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  • Writer's pictureFrancesca Claverie

Agaves for Bats, in Celebration of Bat Week

October is the ultimate fall month in southern Arizona, and as the season shifts, the weather cools, and these longer nights are a perfect time for us to appreciate our nighttime wildlife and pollinators, such as bats! Borderlands Restoration Network has been supporting nectar-feeding bats since we started collecting Agave palmeri seeds in 2013 specifically to growout and plant in habitat restoration sites for migrating Lesser long-nosed bats in the borderlands. Over the years our projects and partnerships have grown and we’ve diversified the ways we support these important pollinators. As we celebrate Bat Week 2021 we want to share our bat and agave work with you and let you know how you can become involved in supporting bats through agave restoration.



Our primary partner for our bats and agave work is Bat Conservation International (BCI). Through contracts with BCI we continue to collect agave seed and growout plants for restoration as well as expand our agave education work by connecting us with partners in Nuevo Leon, Mexico and beyond. BCI expanded its reach into Sonora by working with our partners Colectivo Sonora Silvestre (CSS), Cuenca Los Ojos and Naturalia, A.C. to encourage and support more organizations and individuals to propagate agave from seeds on both sides of the border. To date we have planted 3,774 agaves across the borderlands.



This year through support from BCI and Mountain Rose Herbs we published Agaves for Bats: From Seed to Flower Guide booklet available for download as well as free hard copies available for the cost of shipping. This booklet serves as a resource and guide for all things related to growing agaves from seed including seed collection, greenhouse construction, outplanting, agave salvage, and much more.


Agaves for Bats: From Seed to Flower Guide booklet
Agaves for Bats: From Seed to Flower Guide booklet

This year we’ve also continued to support the National Phenology Network’s Flowers for Bats program with one of our most hardworking and dedicated volunteers, John Hughes, leading expeditions to the Sands Ranch every week during agave flowering season to monitor the phenology of Agave palmeri. John has been monitoring the ranch over the last few years with help from Kathy Hughes and Laura Cleveland having collected hundreds of data points which help inform how agave nectar availability changes over the years as our climate fluctuates. Thank you for all your invaluable help John!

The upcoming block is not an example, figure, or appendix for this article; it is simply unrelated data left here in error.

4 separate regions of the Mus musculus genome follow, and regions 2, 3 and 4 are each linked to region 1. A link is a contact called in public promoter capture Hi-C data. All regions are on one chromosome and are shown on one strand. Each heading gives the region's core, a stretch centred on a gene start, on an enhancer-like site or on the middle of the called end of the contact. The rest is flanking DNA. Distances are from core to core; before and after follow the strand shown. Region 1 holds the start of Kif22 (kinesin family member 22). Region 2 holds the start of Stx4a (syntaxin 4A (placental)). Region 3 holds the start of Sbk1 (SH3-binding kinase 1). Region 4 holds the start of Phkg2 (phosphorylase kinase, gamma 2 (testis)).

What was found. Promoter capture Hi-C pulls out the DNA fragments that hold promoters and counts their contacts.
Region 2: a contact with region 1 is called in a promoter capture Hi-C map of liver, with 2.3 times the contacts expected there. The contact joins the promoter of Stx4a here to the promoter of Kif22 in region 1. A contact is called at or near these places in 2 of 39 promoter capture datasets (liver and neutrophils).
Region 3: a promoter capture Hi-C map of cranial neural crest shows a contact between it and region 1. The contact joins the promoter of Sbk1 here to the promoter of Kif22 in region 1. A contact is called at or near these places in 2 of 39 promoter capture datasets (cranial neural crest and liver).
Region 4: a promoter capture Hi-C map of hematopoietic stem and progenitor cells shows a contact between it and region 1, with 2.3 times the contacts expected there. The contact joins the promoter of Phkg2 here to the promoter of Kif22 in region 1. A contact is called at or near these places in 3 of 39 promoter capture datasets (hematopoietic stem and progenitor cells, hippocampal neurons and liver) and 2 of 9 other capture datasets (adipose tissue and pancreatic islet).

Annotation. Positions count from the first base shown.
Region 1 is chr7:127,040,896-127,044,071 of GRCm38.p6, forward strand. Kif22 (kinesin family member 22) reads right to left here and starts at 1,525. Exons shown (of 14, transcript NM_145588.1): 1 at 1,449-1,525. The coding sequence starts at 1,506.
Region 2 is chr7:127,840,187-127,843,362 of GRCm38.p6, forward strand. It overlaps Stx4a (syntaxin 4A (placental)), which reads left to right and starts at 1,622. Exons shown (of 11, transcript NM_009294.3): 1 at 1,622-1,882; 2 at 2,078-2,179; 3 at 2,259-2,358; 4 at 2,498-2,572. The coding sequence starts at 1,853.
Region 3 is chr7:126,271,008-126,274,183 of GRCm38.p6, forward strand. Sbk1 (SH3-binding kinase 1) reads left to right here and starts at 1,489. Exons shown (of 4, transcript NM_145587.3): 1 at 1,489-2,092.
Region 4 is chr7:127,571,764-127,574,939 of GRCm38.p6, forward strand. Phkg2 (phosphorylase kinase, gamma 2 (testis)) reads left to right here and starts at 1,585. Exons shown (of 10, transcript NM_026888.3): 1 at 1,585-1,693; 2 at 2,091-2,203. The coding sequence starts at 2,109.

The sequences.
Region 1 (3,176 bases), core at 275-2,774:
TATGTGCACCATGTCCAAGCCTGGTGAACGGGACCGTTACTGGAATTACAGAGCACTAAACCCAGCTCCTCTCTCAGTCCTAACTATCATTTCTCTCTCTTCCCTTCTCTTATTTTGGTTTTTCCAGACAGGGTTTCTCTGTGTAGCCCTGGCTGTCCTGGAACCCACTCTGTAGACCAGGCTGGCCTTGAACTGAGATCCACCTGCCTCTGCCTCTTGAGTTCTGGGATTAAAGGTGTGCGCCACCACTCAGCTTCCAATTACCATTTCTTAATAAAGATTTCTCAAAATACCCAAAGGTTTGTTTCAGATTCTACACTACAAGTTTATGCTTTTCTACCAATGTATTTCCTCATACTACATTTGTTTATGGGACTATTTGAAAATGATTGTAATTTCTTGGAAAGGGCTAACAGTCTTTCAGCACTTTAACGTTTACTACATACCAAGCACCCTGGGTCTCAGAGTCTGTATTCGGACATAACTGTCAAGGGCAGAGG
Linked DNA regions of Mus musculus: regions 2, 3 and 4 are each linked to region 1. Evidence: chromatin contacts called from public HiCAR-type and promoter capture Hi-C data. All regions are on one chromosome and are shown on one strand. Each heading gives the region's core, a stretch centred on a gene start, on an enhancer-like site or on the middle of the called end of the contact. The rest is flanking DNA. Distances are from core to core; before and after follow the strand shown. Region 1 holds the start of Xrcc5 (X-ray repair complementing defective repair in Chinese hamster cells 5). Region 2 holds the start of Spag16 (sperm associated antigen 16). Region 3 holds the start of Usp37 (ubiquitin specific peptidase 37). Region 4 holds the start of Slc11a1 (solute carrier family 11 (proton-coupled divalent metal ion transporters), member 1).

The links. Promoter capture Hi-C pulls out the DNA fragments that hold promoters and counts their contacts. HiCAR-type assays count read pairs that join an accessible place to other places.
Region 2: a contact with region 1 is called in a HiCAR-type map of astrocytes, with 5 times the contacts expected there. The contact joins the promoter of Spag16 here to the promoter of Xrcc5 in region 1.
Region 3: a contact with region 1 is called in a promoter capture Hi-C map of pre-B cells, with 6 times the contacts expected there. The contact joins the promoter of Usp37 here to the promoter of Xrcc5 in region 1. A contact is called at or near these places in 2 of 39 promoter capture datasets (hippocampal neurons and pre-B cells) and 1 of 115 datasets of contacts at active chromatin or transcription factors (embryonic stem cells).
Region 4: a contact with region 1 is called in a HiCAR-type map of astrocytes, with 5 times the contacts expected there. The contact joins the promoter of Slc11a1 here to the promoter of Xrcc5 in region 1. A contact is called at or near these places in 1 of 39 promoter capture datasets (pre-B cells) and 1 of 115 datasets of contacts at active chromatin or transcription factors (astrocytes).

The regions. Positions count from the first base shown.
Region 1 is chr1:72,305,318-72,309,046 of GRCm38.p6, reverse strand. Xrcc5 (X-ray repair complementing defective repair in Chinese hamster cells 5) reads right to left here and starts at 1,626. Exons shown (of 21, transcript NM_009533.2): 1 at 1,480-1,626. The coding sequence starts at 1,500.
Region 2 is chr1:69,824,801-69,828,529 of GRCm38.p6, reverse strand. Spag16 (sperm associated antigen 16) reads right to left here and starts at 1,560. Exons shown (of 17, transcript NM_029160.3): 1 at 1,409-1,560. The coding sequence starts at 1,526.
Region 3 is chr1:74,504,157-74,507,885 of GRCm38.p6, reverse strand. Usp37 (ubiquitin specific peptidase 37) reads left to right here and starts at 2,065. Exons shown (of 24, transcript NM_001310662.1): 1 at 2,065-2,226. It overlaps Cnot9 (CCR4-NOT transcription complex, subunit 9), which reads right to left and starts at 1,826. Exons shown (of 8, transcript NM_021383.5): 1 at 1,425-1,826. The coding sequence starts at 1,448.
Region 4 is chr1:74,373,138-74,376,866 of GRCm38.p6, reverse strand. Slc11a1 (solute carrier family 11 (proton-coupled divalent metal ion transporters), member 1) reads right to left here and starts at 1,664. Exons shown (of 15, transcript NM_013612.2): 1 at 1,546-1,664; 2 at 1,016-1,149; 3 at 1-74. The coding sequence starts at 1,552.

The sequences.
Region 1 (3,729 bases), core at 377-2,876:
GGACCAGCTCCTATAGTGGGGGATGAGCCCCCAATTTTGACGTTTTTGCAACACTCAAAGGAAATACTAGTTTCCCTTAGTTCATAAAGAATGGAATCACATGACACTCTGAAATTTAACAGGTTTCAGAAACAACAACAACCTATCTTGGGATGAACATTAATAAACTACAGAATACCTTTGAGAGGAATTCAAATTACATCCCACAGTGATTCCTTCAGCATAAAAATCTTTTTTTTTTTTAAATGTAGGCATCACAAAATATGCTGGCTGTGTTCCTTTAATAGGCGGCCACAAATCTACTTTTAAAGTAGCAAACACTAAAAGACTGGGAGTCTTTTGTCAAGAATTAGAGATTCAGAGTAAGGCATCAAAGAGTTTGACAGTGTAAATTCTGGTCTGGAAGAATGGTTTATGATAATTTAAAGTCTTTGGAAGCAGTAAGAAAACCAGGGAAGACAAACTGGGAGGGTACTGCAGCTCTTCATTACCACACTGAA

BRN & BCI staff at Mission Garden in Tucson.
BRN & BCI staff at Mission Garden in Tucson.

This season Marsella Macias is interning with our program and will be helping out and learning about our agave work in the region. Marsella is shifting careers and we’re happy to have a passionate agave aficionado stay in our community for the season helping with various projects focusing on agaves in the region.


Colectivo Sonora Silvestre members react to the Connectivity Challenge winner announcement.
Colectivo Sonora Silvestre members react to the Connectivity Challenge winner announcement.

October 2021 also marks one year since BRN and Colectivo Sonora Silvestre won the Connectivity Challenge, the inaugural competitive grant through Colorado State University’s Salazar Center with the project, Bacanora for Bats: Binational Conservation and Sustainable Agave Spirits. This project was designed to develop a sustainability certification for bacanora production through the Consejo Regulatorio de Bacanora, and establish a baseline survey of Agave palmeri populations throughout southern Arizona and northern Sonora. Organized and administered by BRN staff, this funding will support the Colectivo Sonora Silvestre to continue their policy work with the Bacanora Consejo with the agave map modeling component led by Erin Riordan, Research Associate at Desert Laboratory on Tumamoc Hill, University of Arizona, and the on the ground survey work spearheaded by BRN staff and volunteers.


BRN Sonoran Field Course interns help with agave transplantation.
BRN Sonoran Field Course interns help with agave transplantation.

This first year of the Bacanora for Bats project has been a great success with a three part stakeholder symposium meeting held over zoom connecting bat and agave conservationists to bacanora producers, resulting in a signed agreement with the Consejo and the first models of the agave mapping completed. Going forward into the last year of the project, the Bacanora Consejo will review the bylaws of the Bacanora Denomination of Origin to include conservation of the agave with the last of the mapping occurring throughout the year. The last session of the stakeholder meetings will be facilitated in person in collaboration with the Agave Heritage Festival in Tucson, AZ.



There are many ways you can get involved in our bat and agave work including through financial support, volunteering for agave plantings throughout the year and at the Borderlands Nursery & Seed nursery where we propagate agaves, or volunteer for agave phenology work through NPN’s Flower For Bats Campaign. Lastly, you can help us with our agave mapping and survey work which you can do on your own time or during our in person mapping events.


For this year’s Bat Week, we will be holding our first in person agave mapping workshop on Saturday, October 30, 8AM - 1PM at a location in SE Arizona.


Don’t forget to check out our agaves for bats resource page for all things bats and agaves.



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